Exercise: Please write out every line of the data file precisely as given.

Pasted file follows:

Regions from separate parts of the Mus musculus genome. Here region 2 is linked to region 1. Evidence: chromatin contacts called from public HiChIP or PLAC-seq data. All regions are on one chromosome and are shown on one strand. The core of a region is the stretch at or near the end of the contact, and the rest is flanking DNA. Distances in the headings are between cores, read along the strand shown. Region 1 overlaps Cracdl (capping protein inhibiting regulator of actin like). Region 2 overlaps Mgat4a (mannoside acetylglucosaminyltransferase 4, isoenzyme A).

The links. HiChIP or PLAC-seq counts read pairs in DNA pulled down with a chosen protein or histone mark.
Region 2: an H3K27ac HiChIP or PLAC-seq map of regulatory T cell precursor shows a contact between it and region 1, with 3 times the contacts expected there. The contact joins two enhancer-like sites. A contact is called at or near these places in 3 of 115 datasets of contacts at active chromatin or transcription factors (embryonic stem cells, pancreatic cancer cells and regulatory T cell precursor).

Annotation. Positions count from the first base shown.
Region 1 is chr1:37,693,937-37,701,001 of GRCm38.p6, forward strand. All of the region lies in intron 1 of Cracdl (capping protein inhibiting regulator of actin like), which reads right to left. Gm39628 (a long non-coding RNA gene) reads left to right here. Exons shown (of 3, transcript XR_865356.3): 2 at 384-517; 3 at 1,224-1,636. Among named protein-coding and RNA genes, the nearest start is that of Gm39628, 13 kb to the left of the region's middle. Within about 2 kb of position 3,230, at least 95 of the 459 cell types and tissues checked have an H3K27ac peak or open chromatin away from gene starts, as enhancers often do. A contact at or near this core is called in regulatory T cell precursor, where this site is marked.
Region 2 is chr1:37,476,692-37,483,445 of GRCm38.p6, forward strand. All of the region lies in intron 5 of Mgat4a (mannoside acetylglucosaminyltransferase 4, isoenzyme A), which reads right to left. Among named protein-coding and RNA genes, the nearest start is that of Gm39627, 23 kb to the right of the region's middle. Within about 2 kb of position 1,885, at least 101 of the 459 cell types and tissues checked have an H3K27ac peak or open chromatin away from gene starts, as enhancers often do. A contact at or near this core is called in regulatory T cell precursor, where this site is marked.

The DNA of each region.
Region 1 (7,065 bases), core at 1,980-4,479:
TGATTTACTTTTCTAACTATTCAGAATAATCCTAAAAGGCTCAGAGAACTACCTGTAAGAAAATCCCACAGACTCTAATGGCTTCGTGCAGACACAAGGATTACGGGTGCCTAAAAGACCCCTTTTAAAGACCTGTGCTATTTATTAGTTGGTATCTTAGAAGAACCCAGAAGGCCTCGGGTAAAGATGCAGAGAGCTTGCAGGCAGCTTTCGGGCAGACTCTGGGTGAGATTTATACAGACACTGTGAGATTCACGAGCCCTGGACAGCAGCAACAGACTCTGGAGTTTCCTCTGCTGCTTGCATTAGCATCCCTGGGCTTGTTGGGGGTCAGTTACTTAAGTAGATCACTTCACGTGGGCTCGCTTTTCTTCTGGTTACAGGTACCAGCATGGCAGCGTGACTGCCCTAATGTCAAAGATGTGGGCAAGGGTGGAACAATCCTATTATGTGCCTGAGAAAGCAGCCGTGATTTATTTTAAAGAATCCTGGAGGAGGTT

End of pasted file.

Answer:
Regions from separate parts of the Mus musculus genome. Here region 2 is linked to region 1. Evidence: chromatin contacts called from public HiChIP or PLAC-seq data. All regions are on one chromosome and are shown on one strand. The core of a region is the stretch at or near the end of the contact, and the rest is flanking DNA. Distances in the headings are between cores, read along the strand shown. Region 1 overlaps Cracdl (capping protein inhibiting regulator of actin like). Region 2 overlaps Mgat4a (mannoside acetylglucosaminyltransferase 4, isoenzyme A).

The links. HiChIP or PLAC-seq counts read pairs in DNA pulled down with a chosen protein or histone mark.
Region 2: an H3K27ac HiChIP or PLAC-seq map of regulatory T cell precursor shows a contact between it and region 1, with 3 times the contacts expected there. The contact joins two enhancer-like sites. A contact is called at or near these places in 3 of 115 datasets of contacts at active chromatin or transcription factors (embryonic stem cells, pancreatic cancer cells and regulatory T cell precursor).

Annotation. Positions count from the first base shown.
Region 1 is chr1:37,693,937-37,701,001 of GRCm38.p6, forward strand. All of the region lies in intron 1 of Cracdl (capping protein inhibiting regulator of actin like), which reads right to left. Gm39628 (a long non-coding RNA gene) reads left to right here. Exons shown (of 3, transcript XR_865356.3): 2 at 384-517; 3 at 1,224-1,636. Among named protein-coding and RNA genes, the nearest start is that of Gm39628, 13 kb to the left of the region's middle. Within about 2 kb of position 3,230, at least 95 of the 459 cell types and tissues checked have an H3K27ac peak or open chromatin away from gene starts, as enhancers often do. A contact at or near this core is called in regulatory T cell precursor, where this site is marked.
Region 2 is chr1:37,476,692-37,483,445 of GRCm38.p6, forward strand. All of the region lies in intron 5 of Mgat4a (mannoside acetylglucosaminyltransferase 4, isoenzyme A), which reads right to left. Among named protein-coding and RNA genes, the nearest start is that of Gm39627, 23 kb to the right of the region's middle. Within about 2 kb of position 1,885, at least 101 of the 459 cell types and tissues checked have an H3K27ac peak or open chromatin away from gene starts, as enhancers often do. A contact at or near this core is called in regulatory T cell precursor, where this site is marked.

The DNA of each region.
Region 1 (7,065 bases), core at 1,980-4,479:
TGATTTACTTTTCTAACTATTCAGAATAATCCTAAAAGGCTCAGAGAACTACCTGTAAGAAAATCCCACAGACTCTAATGGCTTCGTGCAGACACAAGGATTACGGGTGCCTAAAAGACCCCTTTTAAAGACCTGTGCTATTTATTAGTTGGTATCTTAGAAGAACCCAGAAGGCCTCGGGTAAAGATGCAGAGAGCTTGCAGGCAGCTTTCGGGCAGACTCTGGGTGAGATTTATACAGACACTGTGAGATTCACGAGCCCTGGACAGCAGCAACAGACTCTGGAGTTTCCTCTGCTGCTTGCATTAGCATCCCTGGGCTTGTTGGGGGTCAGTTACTTAAGTAGATCACTTCACGTGGGCTCGCTTTTCTTCTGGTTACAGGTACCAGCATGGCAGCGTGACTGCCCTAATGTCAAAGATGTGGGCAAGGGTGGAACAATCCTATTATGTGCCTGAGAAAGCAGCCGTGATTTATTTTAAAGAATCCTGGAGGAGGTT